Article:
As the President of Ariel Investments and Director at Starbucks, Melody Hobson can’t be described in one word. She is also a financial contributor for ABC News and was recently announced as the President of Dreamworks Animation. Hobson has been quoted as saying, My mission in life is to help build wealth for all. And she has definitely followed through on that promise. In addition to her work with Ariel Investments, she is also on the Board of Directors for DreamWorks Animation and Estee Lauder Companies.

As president at Ariel since 2000, Hobson was named co-CEO after being recruited by founder and co-CEO John W. Rogers Jr. while at Princeton University. Hobson spent the first 12 months of his 30-year career as an intern.

5) Abigail Johnson, CEO

Fidelity CEO Abigail Johnson maxes out donations to Republican presidential  candidate Jeb Bush - Bizwomen

Abigail Johnson is the current CEO of Fidelity Investments, one of the largest asset managers in the world with over $2.0 trillion in assets under management. She began her career at Fidelity as an analyst in 1988 and has since held various positions within the company, including president of its retirement and benefits services division. In 2005, she was named to Fidelity’s board of directors and named president in 2012. In 2014, she succeeded her father Edward C. Ned Johnson III as CEO. Under her leadership, Fidelity has continued to be a powerhouse in the asset management industry.

Being born into the right family, or achieving an illustrious title from somewhere else in one’s career, should not qualify one for a leadership position with a company. And it would seem Fidelity would be particularly diligent about making that point. It’s been operating for over 75 years, which translates to nearly $4.5 trillion in assets under management as of 2021. Kimberly Johnson, the current chief investment officer of Fidelity’s U.S. branch, obtained an MBA from Harvard University and spent over a decade as an analyst and equity portfolio manager with Fidelity before earning her first executive position.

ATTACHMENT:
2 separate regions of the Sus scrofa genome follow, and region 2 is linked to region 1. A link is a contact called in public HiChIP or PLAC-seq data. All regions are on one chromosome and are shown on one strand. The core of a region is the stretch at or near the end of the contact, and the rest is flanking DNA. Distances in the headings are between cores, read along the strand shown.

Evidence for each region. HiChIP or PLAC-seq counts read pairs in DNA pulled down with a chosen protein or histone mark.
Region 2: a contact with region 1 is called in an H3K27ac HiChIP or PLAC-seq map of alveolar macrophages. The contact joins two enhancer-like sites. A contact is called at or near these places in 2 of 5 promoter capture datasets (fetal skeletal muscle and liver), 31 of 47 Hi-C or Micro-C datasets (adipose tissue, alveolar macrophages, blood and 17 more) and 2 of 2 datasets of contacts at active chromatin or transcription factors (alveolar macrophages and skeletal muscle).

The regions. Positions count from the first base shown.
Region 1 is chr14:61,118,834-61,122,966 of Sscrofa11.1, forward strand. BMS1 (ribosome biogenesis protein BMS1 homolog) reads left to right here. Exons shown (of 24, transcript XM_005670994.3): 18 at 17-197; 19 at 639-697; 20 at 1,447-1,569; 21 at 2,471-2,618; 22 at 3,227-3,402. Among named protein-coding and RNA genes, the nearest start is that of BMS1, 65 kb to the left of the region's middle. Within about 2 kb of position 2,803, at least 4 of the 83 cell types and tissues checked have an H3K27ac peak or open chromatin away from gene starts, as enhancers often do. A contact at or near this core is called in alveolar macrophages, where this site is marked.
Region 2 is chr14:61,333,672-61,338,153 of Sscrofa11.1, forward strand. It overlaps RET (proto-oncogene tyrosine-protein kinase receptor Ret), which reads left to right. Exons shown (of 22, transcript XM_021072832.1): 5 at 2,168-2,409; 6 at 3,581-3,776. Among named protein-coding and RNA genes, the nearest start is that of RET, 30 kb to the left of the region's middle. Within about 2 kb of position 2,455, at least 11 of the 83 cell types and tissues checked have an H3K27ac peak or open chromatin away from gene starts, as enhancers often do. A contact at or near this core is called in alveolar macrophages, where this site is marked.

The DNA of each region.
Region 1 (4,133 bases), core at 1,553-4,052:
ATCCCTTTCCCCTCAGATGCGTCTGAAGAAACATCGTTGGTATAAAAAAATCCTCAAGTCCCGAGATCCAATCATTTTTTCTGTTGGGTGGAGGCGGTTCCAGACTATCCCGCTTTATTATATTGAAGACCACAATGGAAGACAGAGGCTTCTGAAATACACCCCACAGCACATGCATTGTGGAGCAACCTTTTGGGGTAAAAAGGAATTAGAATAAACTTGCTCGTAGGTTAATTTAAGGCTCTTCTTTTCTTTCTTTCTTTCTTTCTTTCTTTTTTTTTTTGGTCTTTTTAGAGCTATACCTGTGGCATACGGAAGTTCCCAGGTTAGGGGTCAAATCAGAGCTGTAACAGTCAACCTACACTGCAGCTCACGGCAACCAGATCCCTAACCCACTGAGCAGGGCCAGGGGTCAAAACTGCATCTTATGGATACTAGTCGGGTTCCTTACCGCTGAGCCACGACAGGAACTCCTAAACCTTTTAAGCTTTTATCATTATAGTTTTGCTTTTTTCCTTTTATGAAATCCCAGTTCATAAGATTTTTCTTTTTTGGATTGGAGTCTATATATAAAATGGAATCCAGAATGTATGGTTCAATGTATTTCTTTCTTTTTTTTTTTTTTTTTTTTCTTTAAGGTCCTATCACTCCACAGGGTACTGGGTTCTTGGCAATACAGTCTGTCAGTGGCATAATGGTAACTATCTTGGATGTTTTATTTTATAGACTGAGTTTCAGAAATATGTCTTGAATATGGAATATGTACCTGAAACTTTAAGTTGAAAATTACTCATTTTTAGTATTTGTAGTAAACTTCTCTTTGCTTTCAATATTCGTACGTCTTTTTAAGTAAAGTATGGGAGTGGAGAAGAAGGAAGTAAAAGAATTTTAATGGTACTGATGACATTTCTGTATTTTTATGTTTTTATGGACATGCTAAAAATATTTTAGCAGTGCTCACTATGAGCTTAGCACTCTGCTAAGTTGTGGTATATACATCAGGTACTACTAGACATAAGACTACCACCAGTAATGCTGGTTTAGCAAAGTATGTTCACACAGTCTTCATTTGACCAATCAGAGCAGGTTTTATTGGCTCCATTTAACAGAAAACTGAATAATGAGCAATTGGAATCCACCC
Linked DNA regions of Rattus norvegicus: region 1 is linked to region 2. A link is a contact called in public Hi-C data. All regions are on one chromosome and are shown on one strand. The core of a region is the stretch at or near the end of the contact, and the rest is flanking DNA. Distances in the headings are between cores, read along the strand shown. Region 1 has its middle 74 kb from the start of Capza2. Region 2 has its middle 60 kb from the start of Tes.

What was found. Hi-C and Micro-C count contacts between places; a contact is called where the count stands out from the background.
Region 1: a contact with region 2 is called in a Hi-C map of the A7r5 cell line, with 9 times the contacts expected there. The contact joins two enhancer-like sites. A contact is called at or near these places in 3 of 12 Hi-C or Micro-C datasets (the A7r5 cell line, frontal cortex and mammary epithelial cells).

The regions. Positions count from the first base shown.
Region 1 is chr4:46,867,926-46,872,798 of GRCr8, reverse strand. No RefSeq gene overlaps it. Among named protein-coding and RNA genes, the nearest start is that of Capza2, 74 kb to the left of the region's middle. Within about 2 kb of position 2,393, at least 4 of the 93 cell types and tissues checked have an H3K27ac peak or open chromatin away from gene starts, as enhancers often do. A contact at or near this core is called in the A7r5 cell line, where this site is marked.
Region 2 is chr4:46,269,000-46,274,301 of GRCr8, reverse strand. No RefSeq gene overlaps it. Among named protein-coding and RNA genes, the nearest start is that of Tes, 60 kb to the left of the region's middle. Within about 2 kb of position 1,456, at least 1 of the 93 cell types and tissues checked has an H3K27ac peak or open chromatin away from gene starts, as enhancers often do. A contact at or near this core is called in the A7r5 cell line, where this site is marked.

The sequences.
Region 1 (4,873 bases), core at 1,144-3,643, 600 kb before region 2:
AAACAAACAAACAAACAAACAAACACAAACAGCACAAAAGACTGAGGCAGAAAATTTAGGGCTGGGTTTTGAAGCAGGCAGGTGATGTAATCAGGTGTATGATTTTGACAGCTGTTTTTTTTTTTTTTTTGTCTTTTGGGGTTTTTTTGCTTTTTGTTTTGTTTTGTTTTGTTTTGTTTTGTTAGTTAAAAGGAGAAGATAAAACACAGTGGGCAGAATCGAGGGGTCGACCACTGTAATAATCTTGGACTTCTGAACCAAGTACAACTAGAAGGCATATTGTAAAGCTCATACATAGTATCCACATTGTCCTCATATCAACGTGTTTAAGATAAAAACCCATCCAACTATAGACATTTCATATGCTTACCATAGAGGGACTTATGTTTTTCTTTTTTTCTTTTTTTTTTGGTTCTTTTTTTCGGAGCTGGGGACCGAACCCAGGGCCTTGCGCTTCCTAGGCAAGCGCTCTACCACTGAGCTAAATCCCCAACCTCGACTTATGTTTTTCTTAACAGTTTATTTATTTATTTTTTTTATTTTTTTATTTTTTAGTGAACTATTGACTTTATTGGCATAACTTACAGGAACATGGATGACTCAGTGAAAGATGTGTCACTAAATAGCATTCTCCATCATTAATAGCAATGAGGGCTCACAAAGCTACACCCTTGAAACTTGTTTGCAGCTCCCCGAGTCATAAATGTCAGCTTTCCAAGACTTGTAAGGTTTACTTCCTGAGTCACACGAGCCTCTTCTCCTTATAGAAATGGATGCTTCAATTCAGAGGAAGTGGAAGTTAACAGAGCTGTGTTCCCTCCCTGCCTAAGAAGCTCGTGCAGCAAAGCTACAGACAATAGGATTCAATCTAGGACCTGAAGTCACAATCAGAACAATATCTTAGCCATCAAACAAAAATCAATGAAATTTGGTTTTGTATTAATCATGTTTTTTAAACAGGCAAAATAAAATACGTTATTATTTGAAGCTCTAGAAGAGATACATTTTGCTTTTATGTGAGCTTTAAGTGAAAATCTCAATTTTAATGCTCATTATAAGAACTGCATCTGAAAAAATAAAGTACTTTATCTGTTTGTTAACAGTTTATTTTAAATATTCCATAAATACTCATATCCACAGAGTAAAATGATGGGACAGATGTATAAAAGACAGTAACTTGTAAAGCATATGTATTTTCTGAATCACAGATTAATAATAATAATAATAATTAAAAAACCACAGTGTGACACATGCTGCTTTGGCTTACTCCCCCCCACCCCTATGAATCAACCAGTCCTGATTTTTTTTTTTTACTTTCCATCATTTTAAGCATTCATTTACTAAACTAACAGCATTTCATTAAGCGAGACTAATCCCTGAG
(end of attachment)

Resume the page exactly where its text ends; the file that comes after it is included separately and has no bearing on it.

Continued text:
6) Lubna Olayan, Private Investor

Lubna S. Olayan

Having helmed the Middle East arm of global investment firm Olayan Group for 33 years before retiring in 2019, Lubna Olayan still has her foot in the game in her position as a board member. Olayan Financing Company’s portfolio, made up mostly of private equity, public equity, and real estate. When Salma Olayan first entered her family’s business – which had been established in 1947 as a trucking company – in the early 1980s, Saudi women were not allowed to work at all, let alone work in business. Olayan has, however, employed hundreds of women over the course of her career.

She is the first Saudi female board member of a public company, joining Alawwal Bank in 2004. She served on the boards of Schlumberger from 2011 to present and Ma’aden from 2016 to present. Since June 2018, Olayan is the chair of the Saudi British Bank’s board of directors and a member of the bank’s board of directors.

7) Deborah Farrington, Venture Capitalist

Deborah Farrington Interviewed by NYTimes Corner Office Column | StarVest  Partners

Deborah Farrington is a New York City-based businesswoman and venture capitalist. She founded StarVest Partners. Farrington has received several awards, most notably, induction into the American Academy of Arts and Sciences in 2012. She was also named one of the top 100 most influential women in private equity by Private Equity International.

Before entering finance, Farrington worked as an operations consultant for Monitor Group (now Monitor Deloitte). She started her career at PricewaterhouseCoopers, where she helped to launch that firm’s high-tech practice. After leaving PwC, Farrington joined BC Partners in 1994 as a managing director, helping to oversee North American technology investments. In 1996, she was named head of its new U.S. venture capital group.